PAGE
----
Article 370 was never intended to be forever: Congress leader Shashi Tharoorhttps://indianexpress.com/article/india/article-370-was-never-intended-to-be-forever-shashi-tharoor-5967121/

Article 370 was never intended to be forever: Congress leader Shashi Tharoor

Ahead of the release of his latest book The Hindu Way, Tharoor also said that given the “depth of belief” associated with the Ram temple in Ayodhya, “there would have been a case for having some sort of proper temple there, ideally, without destroying another community’s place of worship”.

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In his book, Tharoor says “secularism is a misnomer in the Indian context of profuse religiosity and what we should be talking about it pluralism.” (File Photo)

The Congress is not defending Article 370 “for all time” because it was “never intended to be forever” but the manner in which J&K’s special status was revoked was “undoubtedly violative of the spirit” of the Constitution, Lok Sabha MP and Congress leader Shashi Tharoor said. Speaking to The Indian Express Wednesday, ahead of the release of his latest book The Hindu Way, Tharoor also said that given the “depth of belief” associated with the Ram temple in Ayodhya, “there would have been a case for having some sort of proper temple there, ideally, without destroying another community’s place of worship”.

On secularism, he said that “religions being treated differently just gives material to those who are putting chips on the shoulders of people…”

Speaking about a uniform civil code, Tharoor said “none of us would say” that it is a bad idea but argued that “since communities have certain….undeniably entrenched interests in the preservation of certain social and cultural practices, you need to persuade these communities that there may be an argument in favour of greater social harmony in doing this”.

On the Ram temple, Tharoor said: “I have always been of the view that the faiths of millions have to be respected. In other words, if indeed the evidence suggests that there was a temple on the spot and popular lore suggests it was a Ram temple… given that there is so much depth of belief, there would have been a case for having some sort of proper temple there, ideally, without destroying another community’s place of worship. The question of how to arrive at such a mutually acceptable solution was unfortunately, disrupted by the violence and destroyed the mosque itself. And that I think was a real blot on India’s conscience. Now the matter is before the courts, I will leave it there.”

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In his book, Tharoor says “secularism is a misnomer in the Indian context of profuse religiosity and what we should be talking about it pluralism.” He then argues that “under the Indian version of secularism, the Government’s financial largesse is extended to Muslim Wakf Boards, Buddhist monasteries and certain Christian religious institutions… state governments are empowered to take over, own and operate Hindu temples, collect revenue from offerings and redistribute that revenue to such purposes as they deem fit, including any non-temple related ones….This may well be worth re-examination.”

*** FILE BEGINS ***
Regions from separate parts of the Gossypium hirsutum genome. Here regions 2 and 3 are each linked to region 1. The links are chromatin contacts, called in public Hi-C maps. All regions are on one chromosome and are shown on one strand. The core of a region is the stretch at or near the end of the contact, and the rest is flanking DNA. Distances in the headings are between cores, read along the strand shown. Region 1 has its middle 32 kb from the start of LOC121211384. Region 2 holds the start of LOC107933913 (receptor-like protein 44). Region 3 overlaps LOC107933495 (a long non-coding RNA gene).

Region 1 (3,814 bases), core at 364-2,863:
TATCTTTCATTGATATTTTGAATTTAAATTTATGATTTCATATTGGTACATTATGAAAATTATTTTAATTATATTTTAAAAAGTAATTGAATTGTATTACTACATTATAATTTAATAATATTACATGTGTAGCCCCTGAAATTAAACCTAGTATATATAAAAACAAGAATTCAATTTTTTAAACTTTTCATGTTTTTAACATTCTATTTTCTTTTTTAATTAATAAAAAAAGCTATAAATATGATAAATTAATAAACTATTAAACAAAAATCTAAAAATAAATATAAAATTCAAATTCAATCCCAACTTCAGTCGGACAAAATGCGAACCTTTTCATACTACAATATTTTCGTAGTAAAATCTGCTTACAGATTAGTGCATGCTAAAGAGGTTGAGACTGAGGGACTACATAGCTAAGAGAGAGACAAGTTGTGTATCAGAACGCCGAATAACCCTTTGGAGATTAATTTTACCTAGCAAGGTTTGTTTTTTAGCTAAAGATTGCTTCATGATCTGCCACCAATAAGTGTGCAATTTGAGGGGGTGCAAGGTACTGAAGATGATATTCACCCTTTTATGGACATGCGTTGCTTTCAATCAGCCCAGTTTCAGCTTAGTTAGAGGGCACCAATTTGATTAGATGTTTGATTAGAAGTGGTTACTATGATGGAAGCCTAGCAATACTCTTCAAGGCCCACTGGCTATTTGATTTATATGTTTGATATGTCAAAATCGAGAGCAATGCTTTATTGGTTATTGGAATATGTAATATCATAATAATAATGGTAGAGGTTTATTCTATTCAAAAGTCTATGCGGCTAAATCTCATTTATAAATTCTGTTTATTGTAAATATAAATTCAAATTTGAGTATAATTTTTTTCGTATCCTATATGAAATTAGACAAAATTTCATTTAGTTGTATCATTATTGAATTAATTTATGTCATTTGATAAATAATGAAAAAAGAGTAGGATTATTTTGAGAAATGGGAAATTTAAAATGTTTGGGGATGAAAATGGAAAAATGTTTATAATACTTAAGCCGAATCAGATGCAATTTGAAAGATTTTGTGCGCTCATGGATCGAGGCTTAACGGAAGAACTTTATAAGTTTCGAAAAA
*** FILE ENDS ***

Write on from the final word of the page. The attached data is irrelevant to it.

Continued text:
Asked to explain the need for a “re-examination”, Tharoor said that “some of the ways in which we practise secularism…has given ammunition to the worst enemies of Indian pluralism and diversity”.

“It is easier for us to sustain an argument that says we treat all religions alike. Now, benefits of the state going to underprivileged communities, including religious minorities, is a different matter. But religions being treated differently just gives material to those who are putting chips on the shoulders of people who didn’t know their chips before,” he said.

Asked about the apparent confusion in the Congress on the revocation of special status under Article 370 to J&K, Tharoor said there “should be no confusion” that J&K is “an integral part” of the Indian union. However, he said: “There has been confusion about whether we are defending (Article) 370 for all time. The answer is no. Even Nehruji said that 370 needs to stay as long as it needs to stay but doesn’t have to stay forever.”

But “the way in which this action was undertaken was a violation of the spirit of the Constitution”, he said. According to Tharoor, Kashmiris should have been consulted before the decision was taken and parties like the National Conference should have been heard and “given a chance to explain why it should not go”.

“But I am not taking a view that it should absolutely be cast in stone forever. Because it was never intended to be forever, it was meant to be a facilitation mechanism. But to treat it this way and dispense with it so brutally makes us no different from Pakistan. We have done to Jammu and Kashmir, the very things we objected to Pakistan doing to Gilgit Baltistan, to PoK and so on,” he said.

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